Last minute publication of the Package Travel Regulations

2nd May 2018 by Professor David Grant

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For those of you with long memories you may remember the Wilson government of the mid 60s where the Prime Minister had promised that Britain would be transformed by the ‘white heat of technology’ – a phrase designed to distinguish the Labour Party from the Luddites in the Conservative Party.

But what was one of the most obvious products of this promise? – our inner city centres ripped out and replaced by concrete neo-brutal architecture that is only just being removed.

The analogy is not perfect but I was reminded of this when recently I came across a press release about a speech that the chief civil servant at BEIS (the Department for Business, Energy & Industrial Strategy) made to ICPEN (the International Consumer Protection Enforcement Network). It was about how BEIS was effectively state of the art when it came to protecting consumers in the digital age – we were keeping pace with the white heat of technology. It was very heartening to know this. It is a pity however that in their enthusiasm to protect consumers in this way BEIS took their eye off the ball in other aspects of their brief. I am of course talking about the implementation of the Package Travel Directive. It is truly shameful that only now, after the Directive has been in existence since 2015, that the implementing Regulations have only just been published with only three months to go before they become law – and with no real opportunity to comment upon them before they come into force on 1 July.

The Regulations are intended to regulate an industry which works with timelines of years rather than months so how are they supposed to adapt to the new legislation with only three months to go? It is conceivable that travel companies will not be able to adapt their systems to the new requirements until months after the date the Regulations come into force – leaving them open to legal action for failing to comply and their customers exposed by lack of consumer protection.

Hopefully the aftermath will not last as long as the desecration of our city centres but it does expose the neglect with which the Government treats the travel industry and its consumers.

It is a sad fact that when you book a tour or excursion in many countries the tour almost inevitably involves a visit to a factory or a market or a craft workshop. This happened to me recently in Seoul. After an extremely interesting trip to the DMZ between North and South Korea, the Freedom Bridge and the station on the South Korean side of the border where you can buy a ticket to Pyongyang but there are no trains to take you there we were dropped off at an Amethyst emporium. I have no interest whatsoever in amethysts but my attention was drawn to how they were advertised:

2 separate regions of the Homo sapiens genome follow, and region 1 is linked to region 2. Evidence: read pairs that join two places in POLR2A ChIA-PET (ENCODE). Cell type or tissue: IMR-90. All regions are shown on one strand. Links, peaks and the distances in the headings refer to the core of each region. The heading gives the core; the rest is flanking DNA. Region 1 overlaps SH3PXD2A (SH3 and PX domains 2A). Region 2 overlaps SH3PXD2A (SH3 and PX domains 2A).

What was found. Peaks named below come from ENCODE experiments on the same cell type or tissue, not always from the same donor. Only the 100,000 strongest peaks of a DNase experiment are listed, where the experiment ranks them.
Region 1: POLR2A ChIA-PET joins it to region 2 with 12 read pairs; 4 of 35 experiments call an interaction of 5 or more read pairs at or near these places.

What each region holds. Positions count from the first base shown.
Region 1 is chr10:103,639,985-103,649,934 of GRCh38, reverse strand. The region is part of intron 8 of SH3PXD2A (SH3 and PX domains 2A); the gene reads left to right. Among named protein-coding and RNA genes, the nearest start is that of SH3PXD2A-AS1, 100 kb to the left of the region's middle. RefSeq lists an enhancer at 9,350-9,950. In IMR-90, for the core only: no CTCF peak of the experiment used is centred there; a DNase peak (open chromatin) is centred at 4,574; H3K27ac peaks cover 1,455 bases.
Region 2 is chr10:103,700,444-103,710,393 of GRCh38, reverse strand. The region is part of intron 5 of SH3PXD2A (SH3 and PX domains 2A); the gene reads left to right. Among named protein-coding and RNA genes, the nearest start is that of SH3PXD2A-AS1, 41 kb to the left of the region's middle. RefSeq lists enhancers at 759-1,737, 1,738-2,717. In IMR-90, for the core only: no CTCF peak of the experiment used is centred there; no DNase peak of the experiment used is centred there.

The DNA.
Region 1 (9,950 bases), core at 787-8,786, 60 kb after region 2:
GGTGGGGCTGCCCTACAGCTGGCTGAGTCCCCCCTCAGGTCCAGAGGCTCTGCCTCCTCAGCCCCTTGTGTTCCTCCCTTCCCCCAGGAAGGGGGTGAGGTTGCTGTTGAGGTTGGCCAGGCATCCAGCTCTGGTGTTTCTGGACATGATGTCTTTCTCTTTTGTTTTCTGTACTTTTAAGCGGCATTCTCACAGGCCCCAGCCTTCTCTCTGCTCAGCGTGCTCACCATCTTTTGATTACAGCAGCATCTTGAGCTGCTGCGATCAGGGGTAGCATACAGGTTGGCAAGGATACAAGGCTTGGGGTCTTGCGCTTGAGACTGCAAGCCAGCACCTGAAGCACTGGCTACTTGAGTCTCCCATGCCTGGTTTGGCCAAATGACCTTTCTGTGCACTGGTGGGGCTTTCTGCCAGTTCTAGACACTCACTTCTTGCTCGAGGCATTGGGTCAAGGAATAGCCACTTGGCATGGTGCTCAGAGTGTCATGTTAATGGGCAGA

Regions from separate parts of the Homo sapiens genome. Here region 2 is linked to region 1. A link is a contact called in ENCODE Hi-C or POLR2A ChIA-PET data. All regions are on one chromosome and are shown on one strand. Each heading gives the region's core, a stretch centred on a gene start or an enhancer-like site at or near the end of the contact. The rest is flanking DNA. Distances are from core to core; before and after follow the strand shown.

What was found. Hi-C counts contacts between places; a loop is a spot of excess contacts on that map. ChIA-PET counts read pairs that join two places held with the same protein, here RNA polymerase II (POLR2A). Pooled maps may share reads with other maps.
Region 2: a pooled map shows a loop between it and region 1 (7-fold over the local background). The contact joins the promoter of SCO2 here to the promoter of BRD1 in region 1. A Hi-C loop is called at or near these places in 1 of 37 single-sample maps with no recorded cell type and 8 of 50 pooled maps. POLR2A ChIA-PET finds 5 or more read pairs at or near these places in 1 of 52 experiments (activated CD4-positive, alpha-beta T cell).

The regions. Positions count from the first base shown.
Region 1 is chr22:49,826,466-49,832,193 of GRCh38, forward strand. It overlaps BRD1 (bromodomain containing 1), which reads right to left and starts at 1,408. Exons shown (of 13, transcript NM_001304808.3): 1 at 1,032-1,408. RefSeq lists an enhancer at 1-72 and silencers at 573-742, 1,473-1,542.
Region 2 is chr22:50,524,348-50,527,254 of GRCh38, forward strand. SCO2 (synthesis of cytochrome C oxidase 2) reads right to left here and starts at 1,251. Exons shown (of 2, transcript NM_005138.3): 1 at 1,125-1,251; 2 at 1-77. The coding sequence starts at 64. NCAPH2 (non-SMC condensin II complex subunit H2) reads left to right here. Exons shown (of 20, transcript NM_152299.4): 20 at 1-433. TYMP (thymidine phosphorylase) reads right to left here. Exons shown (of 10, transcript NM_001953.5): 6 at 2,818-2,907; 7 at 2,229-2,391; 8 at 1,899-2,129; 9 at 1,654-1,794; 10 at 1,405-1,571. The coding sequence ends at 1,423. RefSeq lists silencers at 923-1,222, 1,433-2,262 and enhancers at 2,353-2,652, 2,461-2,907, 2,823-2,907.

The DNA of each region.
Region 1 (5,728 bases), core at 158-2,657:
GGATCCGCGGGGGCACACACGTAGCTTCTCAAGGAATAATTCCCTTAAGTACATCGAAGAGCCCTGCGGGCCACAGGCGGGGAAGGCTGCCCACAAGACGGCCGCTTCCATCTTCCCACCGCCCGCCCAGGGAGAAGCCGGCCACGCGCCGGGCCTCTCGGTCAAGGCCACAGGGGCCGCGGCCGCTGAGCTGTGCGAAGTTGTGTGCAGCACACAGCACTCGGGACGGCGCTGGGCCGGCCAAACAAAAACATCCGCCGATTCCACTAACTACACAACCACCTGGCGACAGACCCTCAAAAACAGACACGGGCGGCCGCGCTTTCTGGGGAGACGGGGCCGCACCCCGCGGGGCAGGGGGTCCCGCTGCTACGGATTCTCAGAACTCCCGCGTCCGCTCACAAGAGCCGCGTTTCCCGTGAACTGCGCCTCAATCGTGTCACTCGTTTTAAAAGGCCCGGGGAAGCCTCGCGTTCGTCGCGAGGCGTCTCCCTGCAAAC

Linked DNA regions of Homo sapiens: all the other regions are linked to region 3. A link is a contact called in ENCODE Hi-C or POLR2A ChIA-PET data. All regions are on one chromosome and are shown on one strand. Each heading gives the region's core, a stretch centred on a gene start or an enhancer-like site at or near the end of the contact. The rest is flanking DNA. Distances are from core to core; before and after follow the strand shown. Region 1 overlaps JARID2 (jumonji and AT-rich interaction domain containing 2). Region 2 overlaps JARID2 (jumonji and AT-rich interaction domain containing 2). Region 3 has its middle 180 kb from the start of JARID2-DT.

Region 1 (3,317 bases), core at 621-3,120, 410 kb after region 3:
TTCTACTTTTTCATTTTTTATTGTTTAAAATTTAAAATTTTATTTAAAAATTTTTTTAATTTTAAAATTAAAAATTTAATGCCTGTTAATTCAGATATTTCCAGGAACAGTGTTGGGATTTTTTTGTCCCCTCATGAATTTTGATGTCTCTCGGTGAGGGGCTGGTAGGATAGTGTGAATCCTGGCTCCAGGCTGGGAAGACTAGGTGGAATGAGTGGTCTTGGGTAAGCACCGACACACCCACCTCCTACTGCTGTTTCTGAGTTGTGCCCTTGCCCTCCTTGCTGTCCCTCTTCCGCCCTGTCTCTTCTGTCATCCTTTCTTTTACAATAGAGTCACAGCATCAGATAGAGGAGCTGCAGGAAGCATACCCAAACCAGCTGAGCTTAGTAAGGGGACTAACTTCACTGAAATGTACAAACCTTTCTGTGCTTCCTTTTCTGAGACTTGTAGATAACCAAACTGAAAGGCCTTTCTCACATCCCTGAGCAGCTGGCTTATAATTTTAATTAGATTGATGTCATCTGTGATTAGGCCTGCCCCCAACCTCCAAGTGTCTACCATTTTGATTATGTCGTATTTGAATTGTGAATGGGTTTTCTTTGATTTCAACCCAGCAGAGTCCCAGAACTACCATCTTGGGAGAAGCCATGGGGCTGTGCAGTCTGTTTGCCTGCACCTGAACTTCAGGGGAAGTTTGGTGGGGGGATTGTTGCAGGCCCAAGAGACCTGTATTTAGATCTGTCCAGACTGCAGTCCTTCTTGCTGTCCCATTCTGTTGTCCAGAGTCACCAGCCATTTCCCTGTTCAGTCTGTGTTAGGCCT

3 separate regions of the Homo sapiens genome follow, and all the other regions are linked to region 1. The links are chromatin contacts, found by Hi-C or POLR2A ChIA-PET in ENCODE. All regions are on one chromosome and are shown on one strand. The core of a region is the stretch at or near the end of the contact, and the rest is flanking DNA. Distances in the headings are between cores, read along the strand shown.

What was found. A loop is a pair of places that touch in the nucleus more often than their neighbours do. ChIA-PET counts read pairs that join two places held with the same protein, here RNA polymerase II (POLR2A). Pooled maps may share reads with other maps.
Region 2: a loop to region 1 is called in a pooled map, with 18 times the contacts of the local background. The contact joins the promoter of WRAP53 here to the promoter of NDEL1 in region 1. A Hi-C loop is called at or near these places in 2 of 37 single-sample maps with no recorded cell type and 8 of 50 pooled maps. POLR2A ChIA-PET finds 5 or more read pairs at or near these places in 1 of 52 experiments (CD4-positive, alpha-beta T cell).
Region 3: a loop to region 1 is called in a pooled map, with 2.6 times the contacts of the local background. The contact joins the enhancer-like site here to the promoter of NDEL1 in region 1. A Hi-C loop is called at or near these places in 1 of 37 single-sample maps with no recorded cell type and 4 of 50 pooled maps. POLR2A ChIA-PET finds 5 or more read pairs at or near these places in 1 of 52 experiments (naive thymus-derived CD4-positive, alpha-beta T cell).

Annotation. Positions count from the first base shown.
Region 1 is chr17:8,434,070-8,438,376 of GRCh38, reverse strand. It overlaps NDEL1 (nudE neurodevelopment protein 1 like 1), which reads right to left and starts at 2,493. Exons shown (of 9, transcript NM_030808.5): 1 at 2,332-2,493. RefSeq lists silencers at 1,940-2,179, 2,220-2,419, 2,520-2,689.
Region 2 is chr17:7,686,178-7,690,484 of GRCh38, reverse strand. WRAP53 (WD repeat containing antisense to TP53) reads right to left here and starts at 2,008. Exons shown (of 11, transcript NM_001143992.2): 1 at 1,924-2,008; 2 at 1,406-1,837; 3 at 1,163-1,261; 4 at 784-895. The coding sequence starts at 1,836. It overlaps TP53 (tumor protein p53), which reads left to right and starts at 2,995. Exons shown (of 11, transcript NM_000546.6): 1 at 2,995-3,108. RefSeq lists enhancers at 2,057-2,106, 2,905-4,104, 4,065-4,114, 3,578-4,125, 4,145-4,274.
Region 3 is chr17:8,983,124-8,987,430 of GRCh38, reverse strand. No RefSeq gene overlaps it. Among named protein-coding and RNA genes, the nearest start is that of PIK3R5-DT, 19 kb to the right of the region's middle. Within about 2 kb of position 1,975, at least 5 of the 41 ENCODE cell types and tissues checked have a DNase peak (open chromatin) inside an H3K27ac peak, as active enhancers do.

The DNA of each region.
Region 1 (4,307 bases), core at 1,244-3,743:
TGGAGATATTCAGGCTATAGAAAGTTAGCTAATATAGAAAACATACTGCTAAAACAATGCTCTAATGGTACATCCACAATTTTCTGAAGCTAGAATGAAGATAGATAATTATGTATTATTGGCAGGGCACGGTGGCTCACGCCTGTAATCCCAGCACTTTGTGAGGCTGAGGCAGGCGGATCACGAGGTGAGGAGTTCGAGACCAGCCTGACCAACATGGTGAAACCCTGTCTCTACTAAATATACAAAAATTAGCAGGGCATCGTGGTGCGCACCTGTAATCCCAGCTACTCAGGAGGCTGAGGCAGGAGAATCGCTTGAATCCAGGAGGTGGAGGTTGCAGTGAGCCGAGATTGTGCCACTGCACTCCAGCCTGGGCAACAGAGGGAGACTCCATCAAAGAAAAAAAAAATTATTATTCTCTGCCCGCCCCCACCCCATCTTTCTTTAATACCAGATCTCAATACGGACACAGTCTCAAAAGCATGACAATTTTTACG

Benefits of Amethyst

Amethyst release of 97% of infrared rays and is able to cure headaches, blood pressure, insomnia and stress with the help of life friendly wavelength they posses.

It is also good for blood circulation. Whole over the world Amethyst is widely recognised scientifically to be able to cure diseases and also to be able to active the red blood cells merely by wearing it on the body. It constantly releases the bio wave of infrared rays and effective towards human health activities. Especially Korea Amethyst is distinguished as best in the world.”

I leave it to you to judge the veracity of this information but I would be surprised if the same kind of advertising would pass muster here in the UK. The Consumer Protection from Unfair Trading Regulations make it an offence to mislead a consumer about the benefits of a product – always assuming that the consumer had acted upon the advertising. Moreover the Consumer Protection (Amendment) Regulations 2014 make it possible for a consumer to claim damages for financial loss or the alarm, distress or physical inconvenience or discomfort caused by a breach of the Regulations. I suspect that such protection does not exist is South Korea.

David Grant is editor of the Travel Law Quarterly

About the Author

David Grant is Professor Emeritus at Northumbria University and was Visiting Professor of Travel Law at Leeds Metropolitan University.

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